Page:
Hence her despotic sway extended over the pantry, an awful and fragrant sanctuary, whither she fled when household troubles, or a letter from Elkanah, demanded her entire seclusion from the outer world, and of whose interior the children got faint glimpses and sniffs only on special and long-remembered occasions; the west room, where her father slept when he was at home, and where the curious searcher might find store of old compasses, worn-out cod-hooks, condemned gurry-knives, and last year's fishing-mittens, all "stowed away against time-o'-need"; the spare room, sacred to the rites of hospitality; the "up-stairs," occupied by the children and Hepsy Ann's self; and finally, but most important of all, the parlor, a mysterious and hermetically sealed apartment, which almost seemed to me an unconsecrated spot in this little temple of the homely virtues and affections, a room furnished in a style somewhat ostentatious and decidedly uncomfortable, swept and dusted on Saturday afternoons by Hepsy Ann's own careful hands, sat in by the Captain and her for an hour or two on Sundays in awkward state, then darkened and locked for the rest of the week.

To begin with, the college never called her Pocahontas to her face, and no one would have found anything pat in the name until a long-remembered spring afternoon in her Freshman year. After that day, although her instructors still registered her as Hannah Grant Daly, she was generally known as "Pocahontas." Students with visitors would point her out in the Quad.

And when in an inspired moment he coupled the names of Abraham Lincoln and Father Jahn, the very leaves of the trees above them trembled at their cheers. And afterwards there was a long-remembered supper in the moonlit grove with Richter and a party of his college friends from Jena.

So Ernest, being of an unobtrusive character, was thrust quite into the background, where he could see no more of Old Blood-and-Thunder's physiognomy than if it had been still blazing on the battlefield. To console himself, he turned towards the Great Stone Face, which, like a faithful and long-remembered friend, looked back and smiled upon him through the vista of the forest.

So Ernest, being of an unobtrusive character, was thrust quite into the background, where he could see no more of Old Blood-and-Thunder's physiognomy than if it had been still blazing on the battle-field. To console himself, he turned toward the Great Stone Face, which, like a faithful and long-remembered friend, looked back and smiled upon him through the vista of the forest.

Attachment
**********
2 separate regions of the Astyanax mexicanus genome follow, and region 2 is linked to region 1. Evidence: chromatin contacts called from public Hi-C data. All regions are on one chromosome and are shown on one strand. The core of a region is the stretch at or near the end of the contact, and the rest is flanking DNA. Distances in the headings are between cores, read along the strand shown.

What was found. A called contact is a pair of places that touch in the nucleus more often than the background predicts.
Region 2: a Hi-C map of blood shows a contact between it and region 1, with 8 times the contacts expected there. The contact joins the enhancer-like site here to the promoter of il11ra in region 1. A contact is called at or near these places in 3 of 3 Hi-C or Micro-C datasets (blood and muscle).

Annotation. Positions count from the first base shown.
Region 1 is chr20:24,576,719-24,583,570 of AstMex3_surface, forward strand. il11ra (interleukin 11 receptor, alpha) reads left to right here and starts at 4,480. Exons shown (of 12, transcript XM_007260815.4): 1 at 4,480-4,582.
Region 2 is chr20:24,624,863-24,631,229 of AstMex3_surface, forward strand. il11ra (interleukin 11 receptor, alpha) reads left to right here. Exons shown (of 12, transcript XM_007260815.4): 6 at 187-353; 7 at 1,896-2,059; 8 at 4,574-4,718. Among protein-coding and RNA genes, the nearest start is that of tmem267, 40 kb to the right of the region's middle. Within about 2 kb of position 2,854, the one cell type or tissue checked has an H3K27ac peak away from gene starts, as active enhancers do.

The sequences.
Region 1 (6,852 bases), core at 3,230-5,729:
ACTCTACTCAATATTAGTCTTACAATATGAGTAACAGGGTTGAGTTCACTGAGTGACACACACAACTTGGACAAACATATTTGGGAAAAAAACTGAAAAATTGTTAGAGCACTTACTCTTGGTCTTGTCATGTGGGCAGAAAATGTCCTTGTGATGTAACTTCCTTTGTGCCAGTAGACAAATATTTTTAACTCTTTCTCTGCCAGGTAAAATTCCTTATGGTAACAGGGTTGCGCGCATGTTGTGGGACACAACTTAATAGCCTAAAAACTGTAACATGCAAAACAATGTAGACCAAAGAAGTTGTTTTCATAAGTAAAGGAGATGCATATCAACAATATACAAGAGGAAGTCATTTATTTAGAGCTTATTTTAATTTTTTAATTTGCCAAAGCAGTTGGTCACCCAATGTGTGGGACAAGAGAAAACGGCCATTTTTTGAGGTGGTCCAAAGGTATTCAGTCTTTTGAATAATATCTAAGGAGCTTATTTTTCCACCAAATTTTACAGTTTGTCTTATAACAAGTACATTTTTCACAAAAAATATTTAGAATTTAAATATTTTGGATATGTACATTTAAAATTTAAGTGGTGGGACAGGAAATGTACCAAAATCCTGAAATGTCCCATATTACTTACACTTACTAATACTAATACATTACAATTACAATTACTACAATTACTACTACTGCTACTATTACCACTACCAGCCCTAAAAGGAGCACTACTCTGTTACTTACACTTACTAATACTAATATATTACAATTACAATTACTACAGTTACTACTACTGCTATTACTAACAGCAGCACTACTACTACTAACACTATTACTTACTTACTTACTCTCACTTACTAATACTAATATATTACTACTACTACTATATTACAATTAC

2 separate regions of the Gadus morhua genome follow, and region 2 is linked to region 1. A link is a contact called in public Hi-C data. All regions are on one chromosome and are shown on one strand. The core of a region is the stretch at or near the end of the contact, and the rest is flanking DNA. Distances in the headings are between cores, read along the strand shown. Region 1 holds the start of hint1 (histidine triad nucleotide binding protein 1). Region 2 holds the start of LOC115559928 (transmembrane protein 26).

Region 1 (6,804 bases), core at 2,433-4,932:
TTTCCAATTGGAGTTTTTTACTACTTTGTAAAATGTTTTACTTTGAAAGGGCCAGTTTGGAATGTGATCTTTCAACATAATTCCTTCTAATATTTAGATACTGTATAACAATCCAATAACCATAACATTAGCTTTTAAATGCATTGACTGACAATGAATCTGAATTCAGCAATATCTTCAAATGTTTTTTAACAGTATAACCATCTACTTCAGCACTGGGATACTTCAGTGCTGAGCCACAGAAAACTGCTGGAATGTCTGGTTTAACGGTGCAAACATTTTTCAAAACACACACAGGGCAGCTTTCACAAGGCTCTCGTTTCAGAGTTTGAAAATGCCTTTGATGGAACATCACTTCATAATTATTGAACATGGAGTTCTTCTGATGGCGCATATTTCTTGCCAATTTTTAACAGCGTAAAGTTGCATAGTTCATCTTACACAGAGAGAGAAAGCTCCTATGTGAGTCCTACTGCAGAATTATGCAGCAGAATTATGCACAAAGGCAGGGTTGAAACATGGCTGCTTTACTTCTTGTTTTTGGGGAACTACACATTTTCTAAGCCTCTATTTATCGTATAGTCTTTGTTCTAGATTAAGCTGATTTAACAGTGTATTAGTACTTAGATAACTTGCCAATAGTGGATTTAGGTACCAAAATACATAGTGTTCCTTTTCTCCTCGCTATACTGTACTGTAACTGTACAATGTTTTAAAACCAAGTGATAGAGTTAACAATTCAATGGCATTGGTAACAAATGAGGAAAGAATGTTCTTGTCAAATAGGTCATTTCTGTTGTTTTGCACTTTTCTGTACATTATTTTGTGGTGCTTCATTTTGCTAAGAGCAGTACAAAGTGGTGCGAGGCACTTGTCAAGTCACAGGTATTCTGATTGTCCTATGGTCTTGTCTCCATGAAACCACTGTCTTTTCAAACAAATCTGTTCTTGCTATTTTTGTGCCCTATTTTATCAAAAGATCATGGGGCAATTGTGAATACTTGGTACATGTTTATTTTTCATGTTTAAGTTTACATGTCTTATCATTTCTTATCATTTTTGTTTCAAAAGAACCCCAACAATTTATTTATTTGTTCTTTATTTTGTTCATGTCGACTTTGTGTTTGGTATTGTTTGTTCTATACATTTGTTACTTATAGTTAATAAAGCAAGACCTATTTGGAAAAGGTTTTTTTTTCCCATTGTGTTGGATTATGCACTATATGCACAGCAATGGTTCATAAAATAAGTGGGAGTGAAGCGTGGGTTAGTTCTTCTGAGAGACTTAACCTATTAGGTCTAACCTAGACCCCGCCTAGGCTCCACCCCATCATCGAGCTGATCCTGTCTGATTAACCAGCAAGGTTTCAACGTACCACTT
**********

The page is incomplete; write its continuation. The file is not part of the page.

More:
He who filled his place was unknown to me; and, in all his household, not a familiar countenance was presented. But I solaced myself for this with thoughts of the morrow, when my eyes would look upon long-remembered scenes and faces.

She stood above him now at the edge of the high sidewalk, whence the deep cobbled revetment of the gutter sloped like a fortification. Gazing at her with all his eyes, he identified again, like dear and long-remembered landmarks, the poise of her head, the fragile slope of her shoulders, the softly lustrous pallor of her face.

It was a chance of high adventure, a great mission, a limitless future. At the thought the old fever began to rise in his blood. The hot, clear smell of rock and sand, the brown depths of the waters, the far white peaks running up among the stars, all spoke to him with the long-remembered call. Once more he should taste life, and, alert in mind and body, hold up his chin among his fellows.

The 'long-remembered beggar, who for twenty years had made his regular rounds within the neighbourhood, received rather as an humble friend than as an object of charity, was sent to the neighbouring workhouse.

One long-remembered day in the summer of the year 1259, Martin strolled down the river's banks, to indulge in meditation and prayer. But the banks were too crowded for him that day. He marked the boats as they came up from Abingdon, drawn by horses, laden with commodities; or shot down the swift stream without such adventitious aid.